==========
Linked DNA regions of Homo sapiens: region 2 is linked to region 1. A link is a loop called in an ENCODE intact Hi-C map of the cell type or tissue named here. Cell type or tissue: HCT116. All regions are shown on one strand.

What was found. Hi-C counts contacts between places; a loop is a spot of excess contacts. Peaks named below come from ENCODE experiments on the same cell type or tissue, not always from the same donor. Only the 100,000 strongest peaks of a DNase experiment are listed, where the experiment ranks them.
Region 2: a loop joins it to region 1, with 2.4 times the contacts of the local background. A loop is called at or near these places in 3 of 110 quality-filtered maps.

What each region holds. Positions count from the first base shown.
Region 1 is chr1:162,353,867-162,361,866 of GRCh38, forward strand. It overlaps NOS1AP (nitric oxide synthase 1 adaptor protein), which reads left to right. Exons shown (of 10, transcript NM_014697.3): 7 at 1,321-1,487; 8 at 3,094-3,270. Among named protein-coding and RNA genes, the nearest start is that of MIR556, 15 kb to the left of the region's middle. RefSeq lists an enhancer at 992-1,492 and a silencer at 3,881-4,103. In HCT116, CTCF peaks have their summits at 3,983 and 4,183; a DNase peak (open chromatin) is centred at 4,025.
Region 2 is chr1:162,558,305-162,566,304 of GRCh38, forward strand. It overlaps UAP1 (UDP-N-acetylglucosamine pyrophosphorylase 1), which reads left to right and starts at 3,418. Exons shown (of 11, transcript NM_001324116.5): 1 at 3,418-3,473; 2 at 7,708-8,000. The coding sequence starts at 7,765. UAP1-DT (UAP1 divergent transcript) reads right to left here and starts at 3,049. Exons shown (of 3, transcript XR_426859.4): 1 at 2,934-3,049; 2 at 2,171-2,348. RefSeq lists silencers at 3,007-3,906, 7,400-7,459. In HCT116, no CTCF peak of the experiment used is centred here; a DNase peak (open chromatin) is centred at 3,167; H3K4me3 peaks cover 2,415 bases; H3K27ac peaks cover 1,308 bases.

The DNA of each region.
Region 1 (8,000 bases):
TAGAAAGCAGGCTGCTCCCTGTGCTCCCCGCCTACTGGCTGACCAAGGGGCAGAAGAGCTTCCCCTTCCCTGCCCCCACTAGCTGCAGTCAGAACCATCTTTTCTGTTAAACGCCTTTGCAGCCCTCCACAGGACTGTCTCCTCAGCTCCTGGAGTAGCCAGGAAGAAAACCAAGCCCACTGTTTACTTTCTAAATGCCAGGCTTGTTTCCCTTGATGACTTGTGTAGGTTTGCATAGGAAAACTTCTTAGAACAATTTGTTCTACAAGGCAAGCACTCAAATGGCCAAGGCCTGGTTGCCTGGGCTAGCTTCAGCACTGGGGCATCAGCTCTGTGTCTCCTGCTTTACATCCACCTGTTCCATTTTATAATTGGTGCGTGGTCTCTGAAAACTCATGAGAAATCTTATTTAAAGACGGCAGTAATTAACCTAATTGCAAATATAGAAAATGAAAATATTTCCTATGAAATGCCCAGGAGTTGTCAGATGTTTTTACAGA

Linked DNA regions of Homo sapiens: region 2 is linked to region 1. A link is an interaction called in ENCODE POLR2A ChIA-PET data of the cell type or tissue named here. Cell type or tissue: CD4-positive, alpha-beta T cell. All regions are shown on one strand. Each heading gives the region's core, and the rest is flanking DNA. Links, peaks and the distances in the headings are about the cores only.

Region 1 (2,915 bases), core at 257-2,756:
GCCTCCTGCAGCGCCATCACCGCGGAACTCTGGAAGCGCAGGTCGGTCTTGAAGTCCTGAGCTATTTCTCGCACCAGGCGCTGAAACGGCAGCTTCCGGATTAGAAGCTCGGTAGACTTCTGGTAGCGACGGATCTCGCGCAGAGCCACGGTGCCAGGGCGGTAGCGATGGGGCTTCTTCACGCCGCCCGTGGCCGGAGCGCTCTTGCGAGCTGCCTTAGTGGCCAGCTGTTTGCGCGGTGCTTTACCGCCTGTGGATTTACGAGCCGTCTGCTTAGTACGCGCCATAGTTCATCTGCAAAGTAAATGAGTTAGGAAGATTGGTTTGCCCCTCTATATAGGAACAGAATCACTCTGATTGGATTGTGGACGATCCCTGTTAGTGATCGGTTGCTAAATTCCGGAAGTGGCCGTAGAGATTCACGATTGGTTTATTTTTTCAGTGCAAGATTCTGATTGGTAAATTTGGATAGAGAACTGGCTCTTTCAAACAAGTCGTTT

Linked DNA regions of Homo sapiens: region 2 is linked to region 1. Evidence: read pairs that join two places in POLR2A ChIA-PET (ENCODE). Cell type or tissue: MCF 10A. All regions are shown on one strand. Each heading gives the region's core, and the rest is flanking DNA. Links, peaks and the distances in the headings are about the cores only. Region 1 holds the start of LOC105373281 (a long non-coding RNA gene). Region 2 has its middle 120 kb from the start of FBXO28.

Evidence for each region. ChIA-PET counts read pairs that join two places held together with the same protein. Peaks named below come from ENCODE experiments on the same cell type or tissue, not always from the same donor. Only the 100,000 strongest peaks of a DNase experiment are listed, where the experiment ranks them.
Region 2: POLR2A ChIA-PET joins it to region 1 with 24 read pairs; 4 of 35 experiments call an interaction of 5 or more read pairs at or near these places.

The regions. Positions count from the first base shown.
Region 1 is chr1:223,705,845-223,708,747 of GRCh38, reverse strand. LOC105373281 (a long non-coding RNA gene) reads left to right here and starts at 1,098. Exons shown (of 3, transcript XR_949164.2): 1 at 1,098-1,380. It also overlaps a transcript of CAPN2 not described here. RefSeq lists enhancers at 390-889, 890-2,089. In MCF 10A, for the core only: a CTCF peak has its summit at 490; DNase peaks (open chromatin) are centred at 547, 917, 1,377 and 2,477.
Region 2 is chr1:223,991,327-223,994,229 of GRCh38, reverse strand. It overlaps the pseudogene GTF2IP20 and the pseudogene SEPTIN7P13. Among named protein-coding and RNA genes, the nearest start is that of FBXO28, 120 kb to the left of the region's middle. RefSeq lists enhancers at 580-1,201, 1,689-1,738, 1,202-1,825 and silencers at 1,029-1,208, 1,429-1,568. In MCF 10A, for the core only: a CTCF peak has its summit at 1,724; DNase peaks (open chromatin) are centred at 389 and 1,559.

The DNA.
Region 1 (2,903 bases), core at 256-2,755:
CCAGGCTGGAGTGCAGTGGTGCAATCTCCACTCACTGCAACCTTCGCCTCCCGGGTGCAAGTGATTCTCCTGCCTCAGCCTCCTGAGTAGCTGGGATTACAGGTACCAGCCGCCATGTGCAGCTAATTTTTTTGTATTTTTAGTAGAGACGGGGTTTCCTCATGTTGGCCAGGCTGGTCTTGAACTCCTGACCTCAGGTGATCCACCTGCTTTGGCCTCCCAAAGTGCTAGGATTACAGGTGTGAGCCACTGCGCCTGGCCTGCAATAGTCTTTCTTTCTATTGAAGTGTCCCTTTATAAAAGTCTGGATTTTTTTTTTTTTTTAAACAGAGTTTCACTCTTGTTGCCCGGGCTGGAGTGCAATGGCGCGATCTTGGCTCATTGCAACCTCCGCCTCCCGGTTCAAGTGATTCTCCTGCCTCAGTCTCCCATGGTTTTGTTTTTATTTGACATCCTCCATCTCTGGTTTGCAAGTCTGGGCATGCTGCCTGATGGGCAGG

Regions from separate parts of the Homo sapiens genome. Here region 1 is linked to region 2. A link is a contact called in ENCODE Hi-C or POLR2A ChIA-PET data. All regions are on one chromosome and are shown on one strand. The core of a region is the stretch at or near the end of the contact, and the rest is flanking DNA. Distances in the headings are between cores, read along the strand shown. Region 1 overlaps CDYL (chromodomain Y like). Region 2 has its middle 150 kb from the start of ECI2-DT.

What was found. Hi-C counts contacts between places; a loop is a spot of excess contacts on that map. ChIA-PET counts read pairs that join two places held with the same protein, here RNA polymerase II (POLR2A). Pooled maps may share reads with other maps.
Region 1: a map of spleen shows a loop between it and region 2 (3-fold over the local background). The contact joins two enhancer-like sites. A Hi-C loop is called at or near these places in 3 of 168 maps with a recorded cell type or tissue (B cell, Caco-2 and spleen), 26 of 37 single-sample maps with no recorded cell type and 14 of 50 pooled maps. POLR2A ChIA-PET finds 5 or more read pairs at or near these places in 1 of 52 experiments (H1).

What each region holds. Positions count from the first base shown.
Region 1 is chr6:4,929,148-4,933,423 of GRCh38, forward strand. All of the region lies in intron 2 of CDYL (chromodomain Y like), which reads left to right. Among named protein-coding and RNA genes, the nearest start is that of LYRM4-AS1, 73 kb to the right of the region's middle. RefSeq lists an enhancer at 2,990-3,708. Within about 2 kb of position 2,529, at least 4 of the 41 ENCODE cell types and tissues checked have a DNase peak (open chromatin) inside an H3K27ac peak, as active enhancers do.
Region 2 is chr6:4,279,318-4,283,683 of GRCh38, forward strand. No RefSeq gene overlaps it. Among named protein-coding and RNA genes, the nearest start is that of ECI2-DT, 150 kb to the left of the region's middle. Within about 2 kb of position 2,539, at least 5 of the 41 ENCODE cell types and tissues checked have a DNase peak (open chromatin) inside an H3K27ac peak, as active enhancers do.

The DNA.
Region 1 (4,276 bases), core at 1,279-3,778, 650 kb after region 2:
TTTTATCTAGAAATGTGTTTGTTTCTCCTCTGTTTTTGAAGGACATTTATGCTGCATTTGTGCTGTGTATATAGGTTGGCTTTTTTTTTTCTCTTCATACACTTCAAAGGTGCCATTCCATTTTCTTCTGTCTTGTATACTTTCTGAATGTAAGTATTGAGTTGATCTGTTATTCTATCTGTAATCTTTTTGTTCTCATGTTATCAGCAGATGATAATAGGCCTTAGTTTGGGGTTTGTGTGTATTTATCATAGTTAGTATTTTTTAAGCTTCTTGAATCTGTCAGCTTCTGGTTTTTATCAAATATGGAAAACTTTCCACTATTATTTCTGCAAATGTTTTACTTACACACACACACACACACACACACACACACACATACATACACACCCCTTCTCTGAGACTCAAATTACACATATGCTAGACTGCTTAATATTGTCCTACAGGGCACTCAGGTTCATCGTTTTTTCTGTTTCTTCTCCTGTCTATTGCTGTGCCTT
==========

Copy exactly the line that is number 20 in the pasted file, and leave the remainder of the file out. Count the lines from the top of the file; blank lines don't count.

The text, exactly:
Region 1 (2,903 bases), core at 256-2,755: